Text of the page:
Tales of the Flying Tigers

Flying Tiger films, past and possible

Was there ever a year when a movie about the American Volunteer Group wasn't in the works? 2016 is proving to be no exception, with Variety reporting last month:

Skydance and Alibaba Pictures are teaming up on the World War II pic "The Flying Tigers," which chronicles the first American Volunteer Group of the Chinese Air Force that fought alongside the Chinese in WWII. "Braveheart" screenwriter Randall Wallace is penning the script. Skydance's David Ellison and Dana Goldberg will produce along with Alibaba.

It all sounds very definite, though it's hard to know whether this is just a retread of the John Woo project that has been promised for several years. (Alibaba is a Chinese company. Skydance is a six-year-old Hollywood company that has produced two Mission Impossible and two Star Trek films and a remake of the John Wayne classic True Grit, among others.)

The last time I visited this subject was 2012, another huge year for Flying Tiger films, or rumors of same. A film crew from China interview survivors and other interested parties (including me) for a documentary in cooperation with a company on Taiwan. It was released in China but so far has not made it to the west. Meanwhile, Harrison Ford was being touted for a made-for-TV feature film or mini-series about the Tigers, which apparently died on the drawing board.

Then there was John Woo, a Hollywood director who went home to China and spent two years making grand statements about Flying Tiger Heroes, which was to show the AVG as flying wing-to-wing with the Chinese Air Force. Tom Cruise and later Liam Neeson were mentioned as the star who would play Claire Chennault.

And of course there was the scriptwriter duo who bought the rights to my AVG novel, Remains: A Story of the Flying Tigers. They wrote the script, pitched it to the usual suspects, and then fell silent. Similarly, in cooperation with Olga Greenlaw's sister, I once sold the screen rights to The Lady and the Tigers. That project too is in limbo. Too bad -- I love those Hollywood payouts, even though they're not as generous as they once were. (The same alas is true of book publishers.)

Remains - A Story of the Flying Tigers

And so it went, year after year:

  • Morgan Creek in 2001 had a project entitled Flying Tigers, which went as far as the mockup of a bunch of Tomahawks. Filming was scheduled to take place in California and Mexico, but later was shifted to Australia. Alas, the movie doesn't seem to show any longer on the Morgan Creek website.

  • There was a serious effort to make a Chennault film in the 1990s. It had major backers and a title like Earth, Wind, and Fire. Supposedly it was based on the Chennault-Bissell feud, with Tom Cruise starring. This project too seems to have evaporated, though it may explain why Mr Cruise has been mentioned for Flying Tiger Heroes.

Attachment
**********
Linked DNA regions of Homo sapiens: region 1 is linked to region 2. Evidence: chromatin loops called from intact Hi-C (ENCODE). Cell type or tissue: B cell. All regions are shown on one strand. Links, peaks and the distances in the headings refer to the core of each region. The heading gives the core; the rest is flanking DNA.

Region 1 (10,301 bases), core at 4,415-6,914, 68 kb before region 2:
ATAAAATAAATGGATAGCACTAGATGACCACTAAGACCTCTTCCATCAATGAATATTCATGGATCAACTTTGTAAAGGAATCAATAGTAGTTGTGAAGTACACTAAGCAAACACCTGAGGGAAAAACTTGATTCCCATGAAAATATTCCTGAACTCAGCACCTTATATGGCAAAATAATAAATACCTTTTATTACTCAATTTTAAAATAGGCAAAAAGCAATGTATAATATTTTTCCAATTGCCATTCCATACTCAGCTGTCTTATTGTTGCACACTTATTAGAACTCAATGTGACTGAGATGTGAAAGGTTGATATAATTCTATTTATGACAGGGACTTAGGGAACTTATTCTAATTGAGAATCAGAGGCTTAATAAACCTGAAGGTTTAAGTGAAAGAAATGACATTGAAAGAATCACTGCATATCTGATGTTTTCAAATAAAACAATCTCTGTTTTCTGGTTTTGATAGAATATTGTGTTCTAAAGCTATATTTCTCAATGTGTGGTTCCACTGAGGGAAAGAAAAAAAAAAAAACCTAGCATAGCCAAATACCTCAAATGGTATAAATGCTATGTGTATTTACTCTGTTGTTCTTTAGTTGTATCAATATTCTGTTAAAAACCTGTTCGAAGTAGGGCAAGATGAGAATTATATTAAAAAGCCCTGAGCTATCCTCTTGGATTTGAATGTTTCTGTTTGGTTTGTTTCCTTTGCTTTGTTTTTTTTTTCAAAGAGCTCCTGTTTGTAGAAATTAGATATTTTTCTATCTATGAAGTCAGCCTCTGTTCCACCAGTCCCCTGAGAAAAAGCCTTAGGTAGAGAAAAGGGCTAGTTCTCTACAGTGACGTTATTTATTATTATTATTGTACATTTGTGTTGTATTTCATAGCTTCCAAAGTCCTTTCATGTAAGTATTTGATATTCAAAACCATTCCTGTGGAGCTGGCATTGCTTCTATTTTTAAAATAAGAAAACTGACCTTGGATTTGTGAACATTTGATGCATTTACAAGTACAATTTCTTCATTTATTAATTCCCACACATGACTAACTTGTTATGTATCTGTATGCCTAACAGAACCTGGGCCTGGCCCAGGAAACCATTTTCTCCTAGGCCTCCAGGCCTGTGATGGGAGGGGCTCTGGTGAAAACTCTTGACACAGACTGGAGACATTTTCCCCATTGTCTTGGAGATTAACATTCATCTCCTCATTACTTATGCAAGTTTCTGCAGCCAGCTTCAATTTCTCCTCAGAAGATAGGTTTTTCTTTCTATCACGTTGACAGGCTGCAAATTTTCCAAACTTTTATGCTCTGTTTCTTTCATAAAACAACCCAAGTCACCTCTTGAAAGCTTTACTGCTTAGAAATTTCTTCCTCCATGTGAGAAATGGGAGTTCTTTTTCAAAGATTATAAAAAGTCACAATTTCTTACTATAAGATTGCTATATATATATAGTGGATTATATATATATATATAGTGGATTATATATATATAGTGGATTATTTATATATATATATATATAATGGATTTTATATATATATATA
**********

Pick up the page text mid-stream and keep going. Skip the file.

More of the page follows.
• Wayne Adams Barker recorded a screenplay titled Flying Tigers Never Say Die in 1994

  • About 1992, a Chinese friend told me that she'd been hired to work on the script of a Taiwanese film involving the love affair between a beautiful Chinese girl and a gallant Flying Tiger named Johnny Blackstone. It was, she said, a dreadful script, and she soon went to work in China for the Disney Panda epic. I named one of the heroes of Remains in honor of this project.

  • Lewis Productions, Inc. and Embassy Productions, Inc. recorded a Flying Tigers screenplay in 1984.

    Extant films:

    And here's what I know about movies that relate to the Flying Tigers, broadly defined. If the film is available on video at Amazon, there's a hotlink to it.

  • The Flying Tigers (Republic, 1942). Here is the classic, a Republic "B" flick starring John Wayne in a hilariously wrong-headed account of the American Volunteer Group. Nice shots of small-mouthed P-40s (filmed at the Curtiss factory with repainted fighters not yet delivered to the USAAF) and fixed-gear Nakajima Ki-27s (taken from a Japanese film). The very odd bomber is the the only Capelis XC-12 'Safety Aircraft Transport' built. The movie ends with the lads hearing about the attack on Pearl Harbor, which of course took place nearly two weeks before the AVG ever fired a shot in anger. Two "dishonorably discharged" AVG clerks had something to do with this project. Available at Amazon.

  • God Is My Co-pilot (1943). Dennis Morgan and Raymond Massey star. Strictly speaking, not about the AVG at all, since it was based on Scott's best-selling account of how he came to be commander of the 23rd Fighter Group. Filmed at Luke AAF Aux. Field #7. Curtiss P-40F's from 554 FTS Luke, B-25C/D/G Mitchells from 952 TS, AT-6's dressed up as Zeros, and a Republic P-43 Lancer. Available at Amazon

  • The Sky's the Limit (RKO, 1942). Fred Astaire (!) as a singing, dancing, romancing Flying Tiger veteran in New York before reporting for duty with the US military. His co-star is Joan Leslie, who plays an endearing photographer--and she can dance! (Leslie was later romanced in real life by Glen Edwards.) AVG veteran R. T. Smith was technical adviser on this film, which may explain why I enjoyed it far more than I expected. Available at Amazon (streaming download).

  • Hers to Hold (1943). An AVG pilot (Joseph Cotton) falls in love with a B-17 assembly worker (Deanna Durban). Available at Amazon

  • China's Little Devils (1945). Harry Carey and Paul Kelly as two AVG Flying Tiger pilots befriending Chinese orphans. P-40 mock-ups, footage from the John Wayne film.

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    Flying Tigers

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